Holy Cross middle linebacker Jacques Boudreaux knew what play was coming on fourth down. And he knew it was his job to stop it.
The senior led a charge of three Holy Cross linebackers on a Jesuit fourth-and-goal in the second overtime period to preserve a 28-21 victory over the Blue Jays in the 96th meeting of the Catholic League rivals at Tad Gormley Stadium on Friday night.
After the Tigers (4-1, 2-0) scored on the first play of the second overtime to take a seven-point lead, Jesuit got down to the Holy Cross 4-yard-line on fourth down. “I knew it was coming up the middle,” Boudreaux said. “It was just whether we wanted it bad or not. That’s who was going to win the game.”
Connor Prouet took the handoff and went up the middle like Boudreaux thought. He went untouched for the first 3 yards but was met by Holy Cross linebacker Jack Heidingsfelder at the 1-yard line. Boudreaux and fellow linebacker Chris Collet helped Heidingsfelder push Prouet back to save the victory. “I saw two lead backers go in the hole and then I saw him coming up with the rock,” said Boudreaux who also had a sack and a forced fumble. “Two of us went in and filled the gap and just pushed him back as hard as we can. We just gave it everything to stop him and win this football game.”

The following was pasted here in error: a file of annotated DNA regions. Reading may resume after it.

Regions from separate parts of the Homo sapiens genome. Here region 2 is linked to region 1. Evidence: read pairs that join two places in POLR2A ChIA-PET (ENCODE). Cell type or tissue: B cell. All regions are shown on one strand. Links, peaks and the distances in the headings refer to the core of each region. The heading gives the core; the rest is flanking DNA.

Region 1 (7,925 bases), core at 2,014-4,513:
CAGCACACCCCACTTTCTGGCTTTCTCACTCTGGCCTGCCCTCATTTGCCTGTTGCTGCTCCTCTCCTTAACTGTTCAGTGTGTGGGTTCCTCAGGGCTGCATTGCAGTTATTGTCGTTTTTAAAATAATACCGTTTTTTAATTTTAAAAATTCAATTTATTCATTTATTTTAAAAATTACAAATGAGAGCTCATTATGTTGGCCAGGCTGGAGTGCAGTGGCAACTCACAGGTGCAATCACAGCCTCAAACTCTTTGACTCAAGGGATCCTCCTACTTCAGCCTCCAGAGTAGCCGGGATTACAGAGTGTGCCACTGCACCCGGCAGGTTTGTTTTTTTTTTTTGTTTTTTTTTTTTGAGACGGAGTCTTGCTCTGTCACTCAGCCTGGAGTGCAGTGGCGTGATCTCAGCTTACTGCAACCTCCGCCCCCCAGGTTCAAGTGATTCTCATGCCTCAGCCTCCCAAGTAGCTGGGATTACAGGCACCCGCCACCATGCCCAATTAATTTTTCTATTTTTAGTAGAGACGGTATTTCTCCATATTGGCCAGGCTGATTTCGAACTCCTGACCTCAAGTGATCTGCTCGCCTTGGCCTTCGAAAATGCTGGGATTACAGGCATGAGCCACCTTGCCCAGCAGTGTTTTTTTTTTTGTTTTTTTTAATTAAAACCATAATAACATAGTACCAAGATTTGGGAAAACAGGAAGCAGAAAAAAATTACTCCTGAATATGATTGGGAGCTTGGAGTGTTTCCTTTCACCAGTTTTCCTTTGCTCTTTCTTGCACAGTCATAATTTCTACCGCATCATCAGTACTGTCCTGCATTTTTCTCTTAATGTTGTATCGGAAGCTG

Jesuit (2-3, 0-2) twice had a chance to win the game – once in regulation and once in overtime. With nine seconds remaining, the Blue Jays missed a 21-yard field goal wide left from the right hash mark that would have given Jesuit a 17-14 victory. Then, after Prouet scored on the second play of the first overtime, Jesuit forced Holy Cross into a fourth-and-goal from the 11-yard line.
Tigers quarterback Chandler Fields saw a Jesuit rusher coming at him and made him miss and scrambled to his right. He looked and found Bret Carter in the back of the end zone to tie the game at 21. “It was pretty awesome,” Fields said. “I knew I had to make a move. I saw (Carter) get some separation in the back of the end zone so I just threw it up for him and he made a play for me.”